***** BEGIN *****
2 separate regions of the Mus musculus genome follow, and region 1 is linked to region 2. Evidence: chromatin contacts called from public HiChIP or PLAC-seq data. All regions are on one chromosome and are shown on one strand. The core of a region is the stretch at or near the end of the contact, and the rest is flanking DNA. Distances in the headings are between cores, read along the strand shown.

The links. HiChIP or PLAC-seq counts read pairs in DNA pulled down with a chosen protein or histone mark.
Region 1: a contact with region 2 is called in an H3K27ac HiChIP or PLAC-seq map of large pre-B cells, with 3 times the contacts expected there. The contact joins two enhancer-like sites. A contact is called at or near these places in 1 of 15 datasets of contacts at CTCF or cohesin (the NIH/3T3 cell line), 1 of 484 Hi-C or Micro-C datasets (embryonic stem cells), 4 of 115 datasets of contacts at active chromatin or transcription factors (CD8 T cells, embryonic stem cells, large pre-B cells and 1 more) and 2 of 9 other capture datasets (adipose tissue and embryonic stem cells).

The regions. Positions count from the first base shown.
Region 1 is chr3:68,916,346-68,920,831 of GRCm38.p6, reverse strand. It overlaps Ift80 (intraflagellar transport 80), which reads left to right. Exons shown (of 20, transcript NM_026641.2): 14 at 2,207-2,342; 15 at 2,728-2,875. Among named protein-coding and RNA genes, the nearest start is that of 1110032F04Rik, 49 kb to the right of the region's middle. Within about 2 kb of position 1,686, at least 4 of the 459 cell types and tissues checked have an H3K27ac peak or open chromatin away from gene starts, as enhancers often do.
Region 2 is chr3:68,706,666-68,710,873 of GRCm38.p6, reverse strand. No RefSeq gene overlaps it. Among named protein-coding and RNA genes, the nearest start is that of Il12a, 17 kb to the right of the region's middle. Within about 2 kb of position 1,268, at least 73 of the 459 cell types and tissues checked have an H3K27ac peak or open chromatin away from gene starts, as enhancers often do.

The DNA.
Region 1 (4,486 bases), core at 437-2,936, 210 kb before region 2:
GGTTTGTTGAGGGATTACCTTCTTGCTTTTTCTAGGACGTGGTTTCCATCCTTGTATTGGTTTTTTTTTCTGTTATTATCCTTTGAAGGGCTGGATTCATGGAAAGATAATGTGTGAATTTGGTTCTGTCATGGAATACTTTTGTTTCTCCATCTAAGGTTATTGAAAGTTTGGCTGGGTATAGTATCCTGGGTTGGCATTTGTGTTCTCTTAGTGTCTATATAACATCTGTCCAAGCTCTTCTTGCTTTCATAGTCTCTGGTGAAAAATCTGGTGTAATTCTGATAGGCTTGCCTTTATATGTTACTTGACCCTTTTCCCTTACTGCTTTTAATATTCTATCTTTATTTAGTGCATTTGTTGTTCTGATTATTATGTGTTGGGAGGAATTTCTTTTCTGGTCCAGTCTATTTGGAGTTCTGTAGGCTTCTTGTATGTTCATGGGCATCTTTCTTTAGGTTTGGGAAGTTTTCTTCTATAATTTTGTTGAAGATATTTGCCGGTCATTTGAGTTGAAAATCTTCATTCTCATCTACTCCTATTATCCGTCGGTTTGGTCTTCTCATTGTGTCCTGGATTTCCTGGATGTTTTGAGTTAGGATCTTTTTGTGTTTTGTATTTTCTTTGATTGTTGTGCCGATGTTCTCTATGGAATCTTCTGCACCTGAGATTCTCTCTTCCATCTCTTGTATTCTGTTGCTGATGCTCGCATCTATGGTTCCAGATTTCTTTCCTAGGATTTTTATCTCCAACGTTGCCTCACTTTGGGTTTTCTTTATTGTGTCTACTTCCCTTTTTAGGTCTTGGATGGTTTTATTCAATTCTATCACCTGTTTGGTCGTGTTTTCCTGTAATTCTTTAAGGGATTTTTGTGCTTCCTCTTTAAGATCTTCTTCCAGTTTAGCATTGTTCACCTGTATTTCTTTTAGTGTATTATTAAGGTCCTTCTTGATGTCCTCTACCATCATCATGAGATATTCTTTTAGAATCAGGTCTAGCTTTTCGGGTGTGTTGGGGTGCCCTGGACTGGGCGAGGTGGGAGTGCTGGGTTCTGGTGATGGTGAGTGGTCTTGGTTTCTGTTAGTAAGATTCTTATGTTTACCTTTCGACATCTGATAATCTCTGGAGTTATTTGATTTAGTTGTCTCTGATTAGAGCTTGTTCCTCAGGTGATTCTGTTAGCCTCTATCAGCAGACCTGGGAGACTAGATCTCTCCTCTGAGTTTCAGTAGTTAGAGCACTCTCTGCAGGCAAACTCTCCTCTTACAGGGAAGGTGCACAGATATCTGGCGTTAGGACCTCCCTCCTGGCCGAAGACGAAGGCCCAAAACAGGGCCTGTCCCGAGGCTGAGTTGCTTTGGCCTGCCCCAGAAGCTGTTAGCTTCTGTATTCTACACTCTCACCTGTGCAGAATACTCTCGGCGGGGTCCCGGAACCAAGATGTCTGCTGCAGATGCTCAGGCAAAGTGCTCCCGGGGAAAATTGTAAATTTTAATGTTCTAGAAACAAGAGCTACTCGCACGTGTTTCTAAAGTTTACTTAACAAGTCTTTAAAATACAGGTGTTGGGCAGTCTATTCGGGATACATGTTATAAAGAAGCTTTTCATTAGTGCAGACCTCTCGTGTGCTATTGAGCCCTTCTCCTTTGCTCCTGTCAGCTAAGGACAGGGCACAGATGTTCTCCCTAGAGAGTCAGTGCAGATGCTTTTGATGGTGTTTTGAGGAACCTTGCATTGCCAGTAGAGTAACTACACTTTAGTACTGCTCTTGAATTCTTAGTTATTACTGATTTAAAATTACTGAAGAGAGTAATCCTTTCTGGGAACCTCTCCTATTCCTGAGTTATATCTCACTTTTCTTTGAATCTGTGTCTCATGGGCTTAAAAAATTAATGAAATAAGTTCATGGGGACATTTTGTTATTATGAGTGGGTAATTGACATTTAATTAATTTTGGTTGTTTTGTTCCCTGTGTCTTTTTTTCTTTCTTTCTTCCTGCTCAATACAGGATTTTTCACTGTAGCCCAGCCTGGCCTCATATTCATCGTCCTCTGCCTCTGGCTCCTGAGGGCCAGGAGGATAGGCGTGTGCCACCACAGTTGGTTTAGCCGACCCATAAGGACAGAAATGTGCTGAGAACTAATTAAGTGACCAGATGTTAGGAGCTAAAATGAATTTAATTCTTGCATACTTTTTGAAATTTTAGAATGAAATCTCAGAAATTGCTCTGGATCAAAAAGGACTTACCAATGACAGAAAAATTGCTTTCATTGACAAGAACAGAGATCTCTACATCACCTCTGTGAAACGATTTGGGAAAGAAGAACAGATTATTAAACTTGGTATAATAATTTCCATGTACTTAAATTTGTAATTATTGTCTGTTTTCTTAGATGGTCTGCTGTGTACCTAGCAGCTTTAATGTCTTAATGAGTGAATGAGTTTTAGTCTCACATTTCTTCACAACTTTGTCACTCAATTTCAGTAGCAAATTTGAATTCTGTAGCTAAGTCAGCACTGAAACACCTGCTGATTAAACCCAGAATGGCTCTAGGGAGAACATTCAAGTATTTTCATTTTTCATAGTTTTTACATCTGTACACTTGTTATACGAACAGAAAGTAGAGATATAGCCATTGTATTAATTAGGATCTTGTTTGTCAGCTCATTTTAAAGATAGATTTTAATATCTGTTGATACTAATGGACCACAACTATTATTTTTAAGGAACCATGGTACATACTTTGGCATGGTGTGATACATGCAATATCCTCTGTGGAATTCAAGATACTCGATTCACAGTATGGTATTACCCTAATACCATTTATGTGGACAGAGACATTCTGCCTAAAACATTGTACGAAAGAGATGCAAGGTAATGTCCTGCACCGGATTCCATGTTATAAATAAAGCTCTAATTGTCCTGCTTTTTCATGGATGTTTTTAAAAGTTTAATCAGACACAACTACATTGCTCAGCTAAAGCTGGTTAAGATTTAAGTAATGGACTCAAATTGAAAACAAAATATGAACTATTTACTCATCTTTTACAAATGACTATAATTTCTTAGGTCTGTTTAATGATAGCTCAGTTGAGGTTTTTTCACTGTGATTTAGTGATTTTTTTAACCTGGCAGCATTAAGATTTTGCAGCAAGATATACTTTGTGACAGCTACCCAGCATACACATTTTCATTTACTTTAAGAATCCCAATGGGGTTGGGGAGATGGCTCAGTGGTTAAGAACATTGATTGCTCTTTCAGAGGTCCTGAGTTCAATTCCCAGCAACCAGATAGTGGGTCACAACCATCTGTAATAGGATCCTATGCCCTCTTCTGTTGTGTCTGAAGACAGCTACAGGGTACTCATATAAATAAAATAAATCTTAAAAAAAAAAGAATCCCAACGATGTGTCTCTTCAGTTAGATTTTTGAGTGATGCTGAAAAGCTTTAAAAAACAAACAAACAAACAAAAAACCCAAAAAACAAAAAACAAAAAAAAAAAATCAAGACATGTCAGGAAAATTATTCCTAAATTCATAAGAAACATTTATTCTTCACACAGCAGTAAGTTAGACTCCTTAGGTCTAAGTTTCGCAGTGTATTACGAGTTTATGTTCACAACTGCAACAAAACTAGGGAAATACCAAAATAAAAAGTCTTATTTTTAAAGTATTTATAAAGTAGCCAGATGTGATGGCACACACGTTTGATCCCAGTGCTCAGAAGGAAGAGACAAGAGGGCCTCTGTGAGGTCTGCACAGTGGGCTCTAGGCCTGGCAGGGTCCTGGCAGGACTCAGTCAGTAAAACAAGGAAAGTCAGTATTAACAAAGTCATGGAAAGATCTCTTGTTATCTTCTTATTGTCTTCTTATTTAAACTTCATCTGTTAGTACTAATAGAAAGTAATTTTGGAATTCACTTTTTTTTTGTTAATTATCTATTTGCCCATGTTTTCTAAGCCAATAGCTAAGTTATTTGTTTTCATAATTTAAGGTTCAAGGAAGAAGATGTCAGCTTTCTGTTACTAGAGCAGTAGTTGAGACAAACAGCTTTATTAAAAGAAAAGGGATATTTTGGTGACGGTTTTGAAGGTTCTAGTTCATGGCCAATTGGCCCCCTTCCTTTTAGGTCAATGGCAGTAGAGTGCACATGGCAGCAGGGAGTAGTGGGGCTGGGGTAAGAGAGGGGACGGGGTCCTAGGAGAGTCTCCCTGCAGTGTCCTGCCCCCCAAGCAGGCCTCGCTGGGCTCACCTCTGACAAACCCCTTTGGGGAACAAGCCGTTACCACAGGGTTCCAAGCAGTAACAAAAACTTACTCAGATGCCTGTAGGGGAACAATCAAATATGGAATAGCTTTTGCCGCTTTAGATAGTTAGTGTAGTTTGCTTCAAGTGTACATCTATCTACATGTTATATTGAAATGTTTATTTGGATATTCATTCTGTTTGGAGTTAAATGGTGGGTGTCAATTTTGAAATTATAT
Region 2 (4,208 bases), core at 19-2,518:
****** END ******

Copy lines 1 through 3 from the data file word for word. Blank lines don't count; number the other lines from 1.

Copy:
2 separate regions of the Mus musculus genome follow, and region 1 is linked to region 2. Evidence: chromatin contacts called from public HiChIP or PLAC-seq data. All regions are on one chromosome and are shown on one strand. The core of a region is the stretch at or near the end of the contact, and the rest is flanking DNA. Distances in the headings are between cores, read along the strand shown.

The links. HiChIP or PLAC-seq counts read pairs in DNA pulled down with a chosen protein or histone mark.
Region 1: a contact with region 2 is called in an H3K27ac HiChIP or PLAC-seq map of large pre-B cells, with 3 times the contacts expected there. The contact joins two enhancer-like sites. A contact is called at or near these places in 1 of 15 datasets of contacts at CTCF or cohesin (the NIH/3T3 cell line), 1 of 484 Hi-C or Micro-C datasets (embryonic stem cells), 4 of 115 datasets of contacts at active chromatin or transcription factors (CD8 T cells, embryonic stem cells, large pre-B cells and 1 more) and 2 of 9 other capture datasets (adipose tissue and embryonic stem cells).